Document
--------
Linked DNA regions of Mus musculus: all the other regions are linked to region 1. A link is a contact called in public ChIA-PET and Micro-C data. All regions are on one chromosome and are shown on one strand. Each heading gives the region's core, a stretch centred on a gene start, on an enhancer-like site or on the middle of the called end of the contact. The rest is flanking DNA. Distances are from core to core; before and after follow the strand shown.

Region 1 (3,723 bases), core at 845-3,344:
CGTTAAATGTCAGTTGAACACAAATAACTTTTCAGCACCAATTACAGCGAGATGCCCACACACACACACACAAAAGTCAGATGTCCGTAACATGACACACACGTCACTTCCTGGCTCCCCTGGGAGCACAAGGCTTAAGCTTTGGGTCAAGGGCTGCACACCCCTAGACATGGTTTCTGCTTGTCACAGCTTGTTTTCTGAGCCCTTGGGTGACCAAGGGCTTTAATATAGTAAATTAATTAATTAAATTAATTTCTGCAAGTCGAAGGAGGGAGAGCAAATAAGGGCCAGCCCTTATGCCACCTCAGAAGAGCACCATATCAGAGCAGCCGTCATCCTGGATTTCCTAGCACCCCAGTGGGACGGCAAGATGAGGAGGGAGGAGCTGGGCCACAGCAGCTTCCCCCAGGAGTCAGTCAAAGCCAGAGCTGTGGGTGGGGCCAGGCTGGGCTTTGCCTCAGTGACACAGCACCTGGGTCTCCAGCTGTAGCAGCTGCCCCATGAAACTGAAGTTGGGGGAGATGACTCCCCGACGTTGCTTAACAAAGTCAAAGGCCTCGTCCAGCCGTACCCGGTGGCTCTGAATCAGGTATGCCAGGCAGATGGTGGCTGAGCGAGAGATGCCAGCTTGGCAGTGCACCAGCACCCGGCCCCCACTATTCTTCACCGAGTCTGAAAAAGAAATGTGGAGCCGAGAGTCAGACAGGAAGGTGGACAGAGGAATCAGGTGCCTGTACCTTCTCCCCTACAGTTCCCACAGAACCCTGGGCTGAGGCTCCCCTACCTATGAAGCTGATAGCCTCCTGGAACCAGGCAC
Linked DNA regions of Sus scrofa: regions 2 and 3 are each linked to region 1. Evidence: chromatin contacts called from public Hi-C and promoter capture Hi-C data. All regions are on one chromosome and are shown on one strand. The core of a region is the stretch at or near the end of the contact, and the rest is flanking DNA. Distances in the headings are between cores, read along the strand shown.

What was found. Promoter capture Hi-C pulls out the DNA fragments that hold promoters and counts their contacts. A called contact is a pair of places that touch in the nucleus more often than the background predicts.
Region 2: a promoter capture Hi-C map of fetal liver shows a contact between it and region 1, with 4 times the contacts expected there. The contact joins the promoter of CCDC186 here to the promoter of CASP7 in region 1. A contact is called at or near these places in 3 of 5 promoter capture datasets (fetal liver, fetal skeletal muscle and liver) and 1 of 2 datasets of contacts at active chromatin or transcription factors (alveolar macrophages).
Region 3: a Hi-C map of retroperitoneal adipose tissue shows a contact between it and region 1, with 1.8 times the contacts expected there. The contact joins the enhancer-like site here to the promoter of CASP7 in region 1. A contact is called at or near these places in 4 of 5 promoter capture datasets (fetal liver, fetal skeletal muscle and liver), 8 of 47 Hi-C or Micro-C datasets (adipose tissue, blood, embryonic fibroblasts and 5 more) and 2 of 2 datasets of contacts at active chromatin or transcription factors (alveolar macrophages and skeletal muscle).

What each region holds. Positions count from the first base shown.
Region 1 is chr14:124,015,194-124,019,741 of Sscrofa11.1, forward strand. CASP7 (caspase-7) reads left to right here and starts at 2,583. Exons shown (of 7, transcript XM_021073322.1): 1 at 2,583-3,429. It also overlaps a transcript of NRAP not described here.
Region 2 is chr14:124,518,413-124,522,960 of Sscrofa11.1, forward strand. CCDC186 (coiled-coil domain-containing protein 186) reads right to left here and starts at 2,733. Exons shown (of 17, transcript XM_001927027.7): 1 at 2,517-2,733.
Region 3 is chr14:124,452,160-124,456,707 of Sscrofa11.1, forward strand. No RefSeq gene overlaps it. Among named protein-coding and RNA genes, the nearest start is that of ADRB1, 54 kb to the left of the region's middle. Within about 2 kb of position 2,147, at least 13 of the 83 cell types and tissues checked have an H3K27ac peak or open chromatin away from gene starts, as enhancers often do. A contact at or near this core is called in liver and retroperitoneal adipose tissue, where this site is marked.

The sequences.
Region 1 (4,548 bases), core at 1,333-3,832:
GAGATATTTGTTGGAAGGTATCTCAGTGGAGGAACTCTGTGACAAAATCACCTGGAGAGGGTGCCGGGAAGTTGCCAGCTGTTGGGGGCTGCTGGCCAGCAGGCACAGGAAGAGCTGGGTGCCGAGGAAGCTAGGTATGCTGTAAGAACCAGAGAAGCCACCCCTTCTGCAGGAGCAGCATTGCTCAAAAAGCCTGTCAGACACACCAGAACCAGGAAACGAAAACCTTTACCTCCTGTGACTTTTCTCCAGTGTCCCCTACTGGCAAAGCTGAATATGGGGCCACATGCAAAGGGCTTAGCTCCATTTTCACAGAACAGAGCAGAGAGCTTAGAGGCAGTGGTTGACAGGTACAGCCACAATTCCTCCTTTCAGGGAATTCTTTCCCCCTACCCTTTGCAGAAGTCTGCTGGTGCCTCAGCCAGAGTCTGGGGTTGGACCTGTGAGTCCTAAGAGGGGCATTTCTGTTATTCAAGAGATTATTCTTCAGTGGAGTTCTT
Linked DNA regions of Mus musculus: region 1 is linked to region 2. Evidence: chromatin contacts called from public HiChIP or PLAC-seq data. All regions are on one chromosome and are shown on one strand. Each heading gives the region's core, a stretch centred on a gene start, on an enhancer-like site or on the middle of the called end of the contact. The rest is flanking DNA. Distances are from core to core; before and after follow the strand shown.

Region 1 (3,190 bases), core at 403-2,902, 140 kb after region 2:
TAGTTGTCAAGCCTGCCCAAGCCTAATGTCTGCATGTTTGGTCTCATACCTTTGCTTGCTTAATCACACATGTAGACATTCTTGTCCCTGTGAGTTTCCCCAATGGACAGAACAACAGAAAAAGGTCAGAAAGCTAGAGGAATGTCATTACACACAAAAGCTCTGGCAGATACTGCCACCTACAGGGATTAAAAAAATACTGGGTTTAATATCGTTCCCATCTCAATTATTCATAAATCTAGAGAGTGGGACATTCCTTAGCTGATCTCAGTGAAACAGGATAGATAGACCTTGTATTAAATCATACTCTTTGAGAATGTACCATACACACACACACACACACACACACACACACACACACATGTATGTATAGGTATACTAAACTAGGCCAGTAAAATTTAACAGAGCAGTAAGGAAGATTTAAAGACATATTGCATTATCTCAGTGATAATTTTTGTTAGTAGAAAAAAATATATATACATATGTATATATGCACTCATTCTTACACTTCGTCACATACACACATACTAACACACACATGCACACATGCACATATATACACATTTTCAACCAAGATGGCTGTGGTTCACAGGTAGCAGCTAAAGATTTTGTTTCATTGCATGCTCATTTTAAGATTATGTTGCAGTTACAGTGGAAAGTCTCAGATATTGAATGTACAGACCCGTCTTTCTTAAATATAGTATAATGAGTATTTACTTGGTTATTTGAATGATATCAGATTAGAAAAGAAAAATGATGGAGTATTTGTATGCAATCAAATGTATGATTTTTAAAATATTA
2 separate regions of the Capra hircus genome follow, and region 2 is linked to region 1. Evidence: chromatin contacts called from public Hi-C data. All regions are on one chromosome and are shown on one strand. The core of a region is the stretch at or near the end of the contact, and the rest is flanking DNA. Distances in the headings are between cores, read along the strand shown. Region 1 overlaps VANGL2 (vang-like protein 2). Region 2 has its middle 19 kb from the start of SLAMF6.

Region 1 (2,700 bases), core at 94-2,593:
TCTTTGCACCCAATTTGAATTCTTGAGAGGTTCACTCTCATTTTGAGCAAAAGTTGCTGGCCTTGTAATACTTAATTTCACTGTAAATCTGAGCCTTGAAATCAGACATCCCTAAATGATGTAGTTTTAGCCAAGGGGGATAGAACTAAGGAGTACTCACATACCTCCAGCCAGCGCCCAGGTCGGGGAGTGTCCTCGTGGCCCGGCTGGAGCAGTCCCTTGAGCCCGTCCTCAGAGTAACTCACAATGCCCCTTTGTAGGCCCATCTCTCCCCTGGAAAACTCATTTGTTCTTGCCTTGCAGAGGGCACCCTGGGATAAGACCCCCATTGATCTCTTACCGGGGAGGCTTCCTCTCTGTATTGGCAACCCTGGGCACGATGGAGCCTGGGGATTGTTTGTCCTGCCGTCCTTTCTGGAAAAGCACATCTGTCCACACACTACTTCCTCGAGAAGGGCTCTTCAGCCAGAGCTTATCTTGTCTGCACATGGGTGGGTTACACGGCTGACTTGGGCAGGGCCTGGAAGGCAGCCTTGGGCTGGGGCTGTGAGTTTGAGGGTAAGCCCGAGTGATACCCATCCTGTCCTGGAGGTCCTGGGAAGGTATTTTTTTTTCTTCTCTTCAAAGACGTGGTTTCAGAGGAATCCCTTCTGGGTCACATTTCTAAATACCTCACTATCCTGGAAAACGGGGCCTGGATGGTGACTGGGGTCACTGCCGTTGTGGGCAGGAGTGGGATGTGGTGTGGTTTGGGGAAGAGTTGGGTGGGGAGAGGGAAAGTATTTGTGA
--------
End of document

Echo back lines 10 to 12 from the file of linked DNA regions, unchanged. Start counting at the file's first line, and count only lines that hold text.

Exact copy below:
Region 2 is chr14:124,518,413-124,522,960 of Sscrofa11.1, forward strand. CCDC186 (coiled-coil domain-containing protein 186) reads right to left here and starts at 2,733. Exons shown (of 17, transcript XM_001927027.7): 1 at 2,517-2,733.
Region 3 is chr14:124,452,160-124,456,707 of Sscrofa11.1, forward strand. No RefSeq gene overlaps it. Among named protein-coding and RNA genes, the nearest start is that of ADRB1, 54 kb to the left of the region's middle. Within about 2 kb of position 2,147, at least 13 of the 83 cell types and tissues checked have an H3K27ac peak or open chromatin away from gene starts, as enhancers often do. A contact at or near this core is called in liver and retroperitoneal adipose tissue, where this site is marked.

The sequences.